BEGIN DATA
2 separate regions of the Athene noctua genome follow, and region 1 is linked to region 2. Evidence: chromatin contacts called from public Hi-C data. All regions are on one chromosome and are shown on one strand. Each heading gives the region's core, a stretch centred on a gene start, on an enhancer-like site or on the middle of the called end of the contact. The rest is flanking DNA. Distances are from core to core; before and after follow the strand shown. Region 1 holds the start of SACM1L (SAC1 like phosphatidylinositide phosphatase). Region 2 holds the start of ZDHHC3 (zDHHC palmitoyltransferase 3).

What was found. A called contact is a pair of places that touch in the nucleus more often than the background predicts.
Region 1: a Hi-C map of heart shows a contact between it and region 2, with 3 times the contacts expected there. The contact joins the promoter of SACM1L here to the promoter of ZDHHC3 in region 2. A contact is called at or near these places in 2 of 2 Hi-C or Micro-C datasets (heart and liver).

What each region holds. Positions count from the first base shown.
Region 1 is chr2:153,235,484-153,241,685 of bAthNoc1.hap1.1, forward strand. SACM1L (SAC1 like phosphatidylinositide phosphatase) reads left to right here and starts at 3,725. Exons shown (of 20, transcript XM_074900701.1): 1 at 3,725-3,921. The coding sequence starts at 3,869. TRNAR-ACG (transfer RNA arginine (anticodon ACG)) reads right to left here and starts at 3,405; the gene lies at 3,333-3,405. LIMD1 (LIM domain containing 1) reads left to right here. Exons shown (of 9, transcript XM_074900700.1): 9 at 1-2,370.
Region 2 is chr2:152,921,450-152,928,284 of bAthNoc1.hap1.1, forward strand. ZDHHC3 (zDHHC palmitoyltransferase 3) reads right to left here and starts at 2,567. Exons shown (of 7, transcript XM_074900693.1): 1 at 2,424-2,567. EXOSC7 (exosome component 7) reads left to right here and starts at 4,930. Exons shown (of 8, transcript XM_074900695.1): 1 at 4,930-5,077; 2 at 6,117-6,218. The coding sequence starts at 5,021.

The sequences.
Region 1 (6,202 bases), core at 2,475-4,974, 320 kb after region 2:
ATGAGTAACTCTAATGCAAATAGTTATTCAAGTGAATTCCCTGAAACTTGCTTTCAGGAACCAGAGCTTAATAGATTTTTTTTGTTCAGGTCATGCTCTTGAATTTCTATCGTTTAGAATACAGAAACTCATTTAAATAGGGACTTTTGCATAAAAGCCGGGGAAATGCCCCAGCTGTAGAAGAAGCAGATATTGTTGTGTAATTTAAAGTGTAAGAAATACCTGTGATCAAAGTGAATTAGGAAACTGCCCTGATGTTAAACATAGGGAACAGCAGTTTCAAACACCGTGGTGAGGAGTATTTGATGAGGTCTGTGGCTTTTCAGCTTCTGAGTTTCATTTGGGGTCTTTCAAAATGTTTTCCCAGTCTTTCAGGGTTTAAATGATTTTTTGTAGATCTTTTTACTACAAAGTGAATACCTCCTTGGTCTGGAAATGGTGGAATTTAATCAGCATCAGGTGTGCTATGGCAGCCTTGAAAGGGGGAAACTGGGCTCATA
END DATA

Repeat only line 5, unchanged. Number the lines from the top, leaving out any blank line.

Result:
Region 1 is chr2:153,235,484-153,241,685 of bAthNoc1.hap1.1, forward strand. SACM1L (SAC1 like phosphatidylinositide phosphatase) reads left to right here and starts at 3,725. Exons shown (of 20, transcript XM_074900701.1): 1 at 3,725-3,921. The coding sequence starts at 3,869. TRNAR-ACG (transfer RNA arginine (anticodon ACG)) reads right to left here and starts at 3,405; the gene lies at 3,333-3,405. LIMD1 (LIM domain containing 1) reads left to right here. Exons shown (of 9, transcript XM_074900700.1): 9 at 1-2,370.